1 Dec 2011

Airlines hijack India, Banks hold-up taxpayers

According to a Frontline article, "(Kingfisher Airlines) has not paid to the government Rs.410 crore collected by way of taxes deducted from the employees' salaries. It has defaulted on the payment of salaries and taxi, airport landing and parking, catering and aviation turbine fuel bills. On November 14, the company posted its 16th straight quarterly loss."

Last year in a deal with creditors, Kingfisher managed to magically 'restructured' Rs.1300 crore of debt into shares worth 62% over the prevailing market rate. The value per share has since fallen from nearly Rs.65 to around Rs.20!

The deal, something of a stroke of financial genius on part of the consortiunm of 13 creditors, was achieved under the stewardship of the venerable State Bank of India (SBI), the country's largest bank.

A year later, SBI proudly informs us that it now has Rs.1400 crore exposure to Kingfisher Airlines - which is Rs.100 crore MORE than the previous year's entire 'restructured' debt!

But the bank isn't the least bit disconcerted. No siree!

Because SBI isn't alone... "Non-performing assets, or bad loans, of banks in India are set to triple by March 2014, according to the latest report by CLSA." And according to the same article on FirstPost, "the corporate sector accounts for 70% of bank credit." Must be a coincidence, eh?

Pratip Chaudhuri, Chairman of SBI, cooly notes (in video below) that Moody's which recently downgraded his bank's rating (presumably because of dubious 'assets' like its equity in an airline that has NEVER made a profit!) also said that, "SBI is assured of the continuous support of the sovereign."

In English, it simply means "taxpayer-sponsored bailout." You see, they are just Too-Big-To-Fail.

(Apparently, SBI overall is rated Baa2 by Moody's, while India (SBI's 60% owner) is rated a notch BELOW them at Baa3! I guess, the magical world of finance is beyond the scope of concepts as mundane as logic.)

The Frontline article also quotes a report by Toronto-based Veritas Investment Research Corp. that Vijay Mallya's UB Group had "provided bank guarantees totalling Rs.16,000 crore, according to some reports, to Kingfisher Airlines' debt, far beyond its own marketable assets, thereby rendering both companies insolvent." It is amazing that no creditor considered this possibility?

But while Kingfisher Airlines has raked up debts of Rs.12,668 crore, and cancelled 175 out of 418 flights alloted to it for the current winter holiday season, the company's Chief Optimist and CEO, Sanjay Aggarwal, wrote "there is no risk to the long term future of the airline" in an email meant to stem the haemorrhaging of pilots and other employees.

But Kingfisher Airlines isn't overly perturbed either!

Because they are only the visible part of the iceberg... According to a LiveMint article, the entire Indian aviation industry is headed for a crash landing!!!

Collectively, the five leading domestic airlines — Jet Airways​ (India) Ltd and its unit JetLite (India) Ltd, Kingfisher Airlines​ Ltd, state-owned Air India​ Ltd and SpiceJet Ltd—are weighed down by Rs.84,058 crore of liabilities.

State-run Air India has a total debt of Rs.48,000 crore, Jet Airways Rs.19,602 crore, JetLite Rs.2,197 crore, Kingfisher Airlines Rs.12,668 crore, and SpiceJet Rs.1,591 crore.

(Try to pick a flight-path around this unholy skyline...)

So what do India's intrepid aviators do? Why, of course, the aggrieved jet-setters troop off to the Prime Minister's office... Jet Airways' Naresh Goyal (Chairman), Indigo's Rahul Bhatia (Promoter), IndiGo's Aditya Ghosh (CEO), SpiceJet's Neil Mills (CEO), Kingfisher's Sanjay Aggarwal (CEO), and Go Air's Jeh Wadia (owner), met Manmohan Singh over a cuppa Assam or Scotlands finest to seek government 'invervention'!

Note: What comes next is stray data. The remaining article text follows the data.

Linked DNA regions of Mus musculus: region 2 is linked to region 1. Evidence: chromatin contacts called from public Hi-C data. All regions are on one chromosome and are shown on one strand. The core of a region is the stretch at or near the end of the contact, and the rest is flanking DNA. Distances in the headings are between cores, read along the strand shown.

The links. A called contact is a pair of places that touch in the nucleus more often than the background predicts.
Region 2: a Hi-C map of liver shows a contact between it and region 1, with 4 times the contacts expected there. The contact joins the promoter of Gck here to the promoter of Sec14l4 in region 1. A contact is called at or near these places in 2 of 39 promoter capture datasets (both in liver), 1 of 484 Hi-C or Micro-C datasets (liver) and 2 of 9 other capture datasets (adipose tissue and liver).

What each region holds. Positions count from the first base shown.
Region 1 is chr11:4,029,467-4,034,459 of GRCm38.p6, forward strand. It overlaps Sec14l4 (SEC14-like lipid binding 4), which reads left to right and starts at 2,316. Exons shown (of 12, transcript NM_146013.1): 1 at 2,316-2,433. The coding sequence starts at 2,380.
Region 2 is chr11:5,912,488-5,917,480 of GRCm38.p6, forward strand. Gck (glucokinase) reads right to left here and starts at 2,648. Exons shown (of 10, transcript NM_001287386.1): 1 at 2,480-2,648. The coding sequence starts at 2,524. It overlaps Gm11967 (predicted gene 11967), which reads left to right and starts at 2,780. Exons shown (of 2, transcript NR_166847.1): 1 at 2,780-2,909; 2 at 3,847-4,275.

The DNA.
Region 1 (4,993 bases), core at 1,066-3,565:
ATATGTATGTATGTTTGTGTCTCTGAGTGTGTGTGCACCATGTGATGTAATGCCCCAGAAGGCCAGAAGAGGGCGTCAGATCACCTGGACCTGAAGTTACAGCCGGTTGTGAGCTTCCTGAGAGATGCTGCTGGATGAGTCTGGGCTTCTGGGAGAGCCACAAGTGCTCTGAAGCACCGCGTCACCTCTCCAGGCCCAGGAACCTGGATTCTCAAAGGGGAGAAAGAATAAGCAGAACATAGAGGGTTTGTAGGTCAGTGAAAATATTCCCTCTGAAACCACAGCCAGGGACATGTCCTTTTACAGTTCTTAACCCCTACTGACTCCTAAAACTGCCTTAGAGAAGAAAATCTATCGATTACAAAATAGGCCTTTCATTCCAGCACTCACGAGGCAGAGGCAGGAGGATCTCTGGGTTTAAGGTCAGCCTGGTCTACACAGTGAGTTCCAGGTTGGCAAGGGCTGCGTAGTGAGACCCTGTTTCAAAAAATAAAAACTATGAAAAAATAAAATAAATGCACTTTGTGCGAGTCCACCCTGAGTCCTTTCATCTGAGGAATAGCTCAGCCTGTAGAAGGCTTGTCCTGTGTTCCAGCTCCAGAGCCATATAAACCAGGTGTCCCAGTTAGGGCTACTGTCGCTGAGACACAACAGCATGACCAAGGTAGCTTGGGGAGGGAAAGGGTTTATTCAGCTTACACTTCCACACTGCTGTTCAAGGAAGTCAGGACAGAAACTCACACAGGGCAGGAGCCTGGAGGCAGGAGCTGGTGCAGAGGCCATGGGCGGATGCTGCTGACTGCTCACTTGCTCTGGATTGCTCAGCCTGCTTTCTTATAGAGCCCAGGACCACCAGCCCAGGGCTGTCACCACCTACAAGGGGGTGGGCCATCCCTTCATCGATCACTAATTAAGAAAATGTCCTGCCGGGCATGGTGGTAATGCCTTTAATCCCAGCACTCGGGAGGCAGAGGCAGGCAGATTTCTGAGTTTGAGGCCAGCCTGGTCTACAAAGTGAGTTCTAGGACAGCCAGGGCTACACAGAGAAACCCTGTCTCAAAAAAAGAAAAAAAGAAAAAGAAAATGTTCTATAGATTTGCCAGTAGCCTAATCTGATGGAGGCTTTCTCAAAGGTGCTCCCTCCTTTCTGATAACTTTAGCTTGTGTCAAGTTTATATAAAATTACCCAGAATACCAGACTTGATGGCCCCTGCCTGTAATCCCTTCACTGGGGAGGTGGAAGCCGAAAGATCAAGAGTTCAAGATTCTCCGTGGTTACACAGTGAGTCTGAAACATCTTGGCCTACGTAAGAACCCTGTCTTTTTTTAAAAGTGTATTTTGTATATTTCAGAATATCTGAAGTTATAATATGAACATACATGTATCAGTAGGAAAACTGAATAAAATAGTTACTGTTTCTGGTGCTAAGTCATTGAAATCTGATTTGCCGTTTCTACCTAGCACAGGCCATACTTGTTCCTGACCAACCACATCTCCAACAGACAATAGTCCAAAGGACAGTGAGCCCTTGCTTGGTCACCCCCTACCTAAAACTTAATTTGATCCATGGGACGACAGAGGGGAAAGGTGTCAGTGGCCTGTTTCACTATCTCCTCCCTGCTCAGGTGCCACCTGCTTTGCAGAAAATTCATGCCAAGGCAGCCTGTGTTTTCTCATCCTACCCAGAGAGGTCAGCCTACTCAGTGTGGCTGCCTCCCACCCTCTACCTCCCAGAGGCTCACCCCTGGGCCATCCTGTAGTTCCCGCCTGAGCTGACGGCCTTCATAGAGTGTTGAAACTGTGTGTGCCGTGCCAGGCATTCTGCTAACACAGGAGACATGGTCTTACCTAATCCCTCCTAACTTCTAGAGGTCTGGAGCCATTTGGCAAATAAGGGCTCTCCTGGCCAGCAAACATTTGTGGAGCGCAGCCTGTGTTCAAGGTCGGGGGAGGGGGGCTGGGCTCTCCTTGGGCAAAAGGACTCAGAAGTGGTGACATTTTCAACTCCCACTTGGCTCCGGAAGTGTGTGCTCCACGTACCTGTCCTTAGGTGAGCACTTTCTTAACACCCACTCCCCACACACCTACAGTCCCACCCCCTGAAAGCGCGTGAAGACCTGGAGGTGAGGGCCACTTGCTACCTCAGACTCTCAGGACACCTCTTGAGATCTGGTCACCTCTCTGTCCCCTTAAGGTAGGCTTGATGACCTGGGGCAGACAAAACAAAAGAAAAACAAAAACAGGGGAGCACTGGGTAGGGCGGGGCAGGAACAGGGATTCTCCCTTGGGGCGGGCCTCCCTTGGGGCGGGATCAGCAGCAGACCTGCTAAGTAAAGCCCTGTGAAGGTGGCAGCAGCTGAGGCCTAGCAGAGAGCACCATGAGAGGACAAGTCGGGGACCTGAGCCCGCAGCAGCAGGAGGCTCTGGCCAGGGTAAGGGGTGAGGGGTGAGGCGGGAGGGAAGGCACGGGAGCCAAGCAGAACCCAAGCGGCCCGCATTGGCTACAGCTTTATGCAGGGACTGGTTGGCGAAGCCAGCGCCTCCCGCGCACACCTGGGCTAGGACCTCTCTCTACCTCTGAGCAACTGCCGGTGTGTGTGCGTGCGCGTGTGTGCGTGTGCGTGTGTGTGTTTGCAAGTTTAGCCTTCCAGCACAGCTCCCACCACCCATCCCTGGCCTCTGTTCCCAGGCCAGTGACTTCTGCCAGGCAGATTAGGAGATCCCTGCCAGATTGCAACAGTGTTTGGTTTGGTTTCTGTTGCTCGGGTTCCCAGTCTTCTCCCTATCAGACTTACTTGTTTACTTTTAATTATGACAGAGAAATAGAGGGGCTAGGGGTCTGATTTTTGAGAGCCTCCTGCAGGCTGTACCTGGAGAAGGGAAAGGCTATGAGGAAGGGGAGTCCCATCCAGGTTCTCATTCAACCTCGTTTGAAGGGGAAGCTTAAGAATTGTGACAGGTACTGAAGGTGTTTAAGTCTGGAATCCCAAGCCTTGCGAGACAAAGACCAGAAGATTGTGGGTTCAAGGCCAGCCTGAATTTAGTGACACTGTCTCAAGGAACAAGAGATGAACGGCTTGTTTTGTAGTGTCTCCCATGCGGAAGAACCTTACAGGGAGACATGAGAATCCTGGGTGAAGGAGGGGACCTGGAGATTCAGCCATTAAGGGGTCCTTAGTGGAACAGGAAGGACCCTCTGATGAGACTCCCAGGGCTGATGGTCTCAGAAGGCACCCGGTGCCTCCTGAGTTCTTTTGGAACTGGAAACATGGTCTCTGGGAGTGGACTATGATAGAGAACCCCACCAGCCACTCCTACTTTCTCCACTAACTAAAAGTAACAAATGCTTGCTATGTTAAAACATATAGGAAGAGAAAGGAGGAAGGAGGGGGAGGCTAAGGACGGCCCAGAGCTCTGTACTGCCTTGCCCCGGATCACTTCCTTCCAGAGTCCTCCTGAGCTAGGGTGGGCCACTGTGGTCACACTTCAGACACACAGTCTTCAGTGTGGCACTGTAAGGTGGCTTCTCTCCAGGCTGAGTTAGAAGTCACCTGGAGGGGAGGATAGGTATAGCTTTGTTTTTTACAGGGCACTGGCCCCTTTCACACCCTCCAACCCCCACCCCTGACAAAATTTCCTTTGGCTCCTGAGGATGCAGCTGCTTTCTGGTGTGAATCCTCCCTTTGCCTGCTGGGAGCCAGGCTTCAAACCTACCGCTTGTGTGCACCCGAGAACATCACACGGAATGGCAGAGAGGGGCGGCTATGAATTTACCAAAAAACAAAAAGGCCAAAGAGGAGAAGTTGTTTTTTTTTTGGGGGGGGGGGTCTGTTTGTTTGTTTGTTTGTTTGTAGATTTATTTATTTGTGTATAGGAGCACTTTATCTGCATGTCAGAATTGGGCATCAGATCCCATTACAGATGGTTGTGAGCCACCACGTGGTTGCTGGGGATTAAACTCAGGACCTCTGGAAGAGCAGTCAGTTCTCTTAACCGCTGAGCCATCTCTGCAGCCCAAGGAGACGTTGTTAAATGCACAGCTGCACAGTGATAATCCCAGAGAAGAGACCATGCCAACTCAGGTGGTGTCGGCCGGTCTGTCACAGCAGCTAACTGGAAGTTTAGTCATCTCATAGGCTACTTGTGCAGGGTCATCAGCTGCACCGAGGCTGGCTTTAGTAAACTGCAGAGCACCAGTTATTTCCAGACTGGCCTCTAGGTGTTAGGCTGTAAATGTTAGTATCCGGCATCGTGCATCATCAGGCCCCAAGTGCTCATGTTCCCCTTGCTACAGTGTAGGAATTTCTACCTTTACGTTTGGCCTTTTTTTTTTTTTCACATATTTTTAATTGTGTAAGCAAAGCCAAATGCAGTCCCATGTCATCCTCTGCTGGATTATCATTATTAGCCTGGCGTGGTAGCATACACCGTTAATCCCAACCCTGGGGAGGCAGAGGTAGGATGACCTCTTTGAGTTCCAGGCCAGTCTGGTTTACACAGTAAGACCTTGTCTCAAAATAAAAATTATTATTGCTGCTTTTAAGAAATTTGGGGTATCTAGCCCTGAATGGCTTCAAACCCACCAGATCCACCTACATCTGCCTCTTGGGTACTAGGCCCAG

In plain English, it means "taxpayer-funded bailout." They too are Too-Big-To-Fail.

There are ultimately only two possibilities before India:
1) The Indian government intervenes, with a disasterous inflationary consequence, or
2) The Indian government does not intervene, allowing all the loss-making airlines and the over-leveraged banks to collapse, with disasterous deflationary consequences.

India's 'Lehman Moment' is looming large like a wide-body attaining terminal velocity... Whether it is direct incentives, tax-cuts, subsidies, or Foreign Direct Investments (FDIs), it is either lost income or new expense, both of which will be offset by taxing the aam aadmi!

India is primarily a domestic demand-driven economy, with consumer spending accounting for nearly 60% of the economy by expenditure. The current slowdown in India's GDP growth signals an ominous trend: Rapidly falling domestic spending!

And the less Indians spend, the lower the profits for India Inc. And in times when companies are stuffed to their gills in debt, it means losses that can threaten lenders who happily leveraged their capital up to 14 times and hold worthless IOUs as collateral!

But why is the aam aadmi tightening his purse strings? I suppose he is just tired...

Tired of the false promises. The 'economic superpower' lie. The uncertain global economic climate. The high cost-of-living. The falling value of their savings. Their cities falling apart at the seams and rotting at its heart. The erosion of traditional Indian family values. The consequent decadence in society. The frivolity in the mainstream media. The naked cronyism in the corporate world. The nepotism of epic proportions in government. And the complete failure of virtually ANY authority figure to set an example.

The aam aadmi knows he's Too-Small-To-Matter.

He know that nobody gives a rodent's rear-end if he swings from the end of a rope because he failed his family. What he might not know, however, is that there are roughly one billion and three hundred million others who feel just like he does... Right now!

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